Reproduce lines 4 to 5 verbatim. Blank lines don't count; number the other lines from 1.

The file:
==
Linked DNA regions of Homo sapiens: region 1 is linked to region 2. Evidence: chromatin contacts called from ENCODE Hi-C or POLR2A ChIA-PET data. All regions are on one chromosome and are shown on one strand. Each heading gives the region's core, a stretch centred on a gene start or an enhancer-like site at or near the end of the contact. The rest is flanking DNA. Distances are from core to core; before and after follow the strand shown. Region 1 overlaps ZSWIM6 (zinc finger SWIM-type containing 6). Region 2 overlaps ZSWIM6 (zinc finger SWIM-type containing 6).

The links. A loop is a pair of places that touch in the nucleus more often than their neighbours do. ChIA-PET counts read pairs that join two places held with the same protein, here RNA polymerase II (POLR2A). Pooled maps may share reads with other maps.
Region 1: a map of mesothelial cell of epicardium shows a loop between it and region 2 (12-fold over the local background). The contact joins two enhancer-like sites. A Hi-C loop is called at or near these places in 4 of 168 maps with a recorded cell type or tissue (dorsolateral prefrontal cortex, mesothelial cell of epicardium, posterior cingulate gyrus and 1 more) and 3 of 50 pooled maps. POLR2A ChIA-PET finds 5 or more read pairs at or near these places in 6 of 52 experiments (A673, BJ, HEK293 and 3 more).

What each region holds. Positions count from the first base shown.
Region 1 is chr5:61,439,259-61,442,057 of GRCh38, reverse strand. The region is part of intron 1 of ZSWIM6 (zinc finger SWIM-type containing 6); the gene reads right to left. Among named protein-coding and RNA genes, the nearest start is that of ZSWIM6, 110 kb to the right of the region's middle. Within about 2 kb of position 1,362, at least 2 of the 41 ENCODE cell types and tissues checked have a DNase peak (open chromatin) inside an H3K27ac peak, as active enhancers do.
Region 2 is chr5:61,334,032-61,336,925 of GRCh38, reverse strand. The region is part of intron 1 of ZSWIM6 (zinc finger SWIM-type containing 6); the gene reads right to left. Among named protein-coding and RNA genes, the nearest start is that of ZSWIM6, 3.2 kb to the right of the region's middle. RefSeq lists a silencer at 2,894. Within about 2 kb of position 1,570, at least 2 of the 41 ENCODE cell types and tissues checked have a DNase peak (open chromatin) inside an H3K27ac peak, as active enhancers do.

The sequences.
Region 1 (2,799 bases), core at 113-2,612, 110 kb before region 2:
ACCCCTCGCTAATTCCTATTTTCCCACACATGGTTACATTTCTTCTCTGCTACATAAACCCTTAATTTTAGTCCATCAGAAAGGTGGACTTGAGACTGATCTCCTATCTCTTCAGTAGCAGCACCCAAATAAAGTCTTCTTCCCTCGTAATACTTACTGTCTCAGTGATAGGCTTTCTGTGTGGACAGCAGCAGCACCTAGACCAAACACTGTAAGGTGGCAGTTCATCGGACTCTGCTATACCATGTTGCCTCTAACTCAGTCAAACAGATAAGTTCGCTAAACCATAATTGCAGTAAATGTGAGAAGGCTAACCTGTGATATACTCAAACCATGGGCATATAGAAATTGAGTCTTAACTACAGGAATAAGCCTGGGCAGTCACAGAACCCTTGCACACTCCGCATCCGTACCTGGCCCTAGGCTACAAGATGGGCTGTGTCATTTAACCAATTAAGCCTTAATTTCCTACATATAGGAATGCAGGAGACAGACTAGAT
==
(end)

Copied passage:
What each region holds. Positions count from the first base shown.
Region 1 is chr5:61,439,259-61,442,057 of GRCh38, reverse strand. The region is part of intron 1 of ZSWIM6 (zinc finger SWIM-type containing 6); the gene reads right to left. Among named protein-coding and RNA genes, the nearest start is that of ZSWIM6, 110 kb to the right of the region's middle. Within about 2 kb of position 1,362, at least 2 of the 41 ENCODE cell types and tissues checked have a DNase peak (open chromatin) inside an H3K27ac peak, as active enhancers do.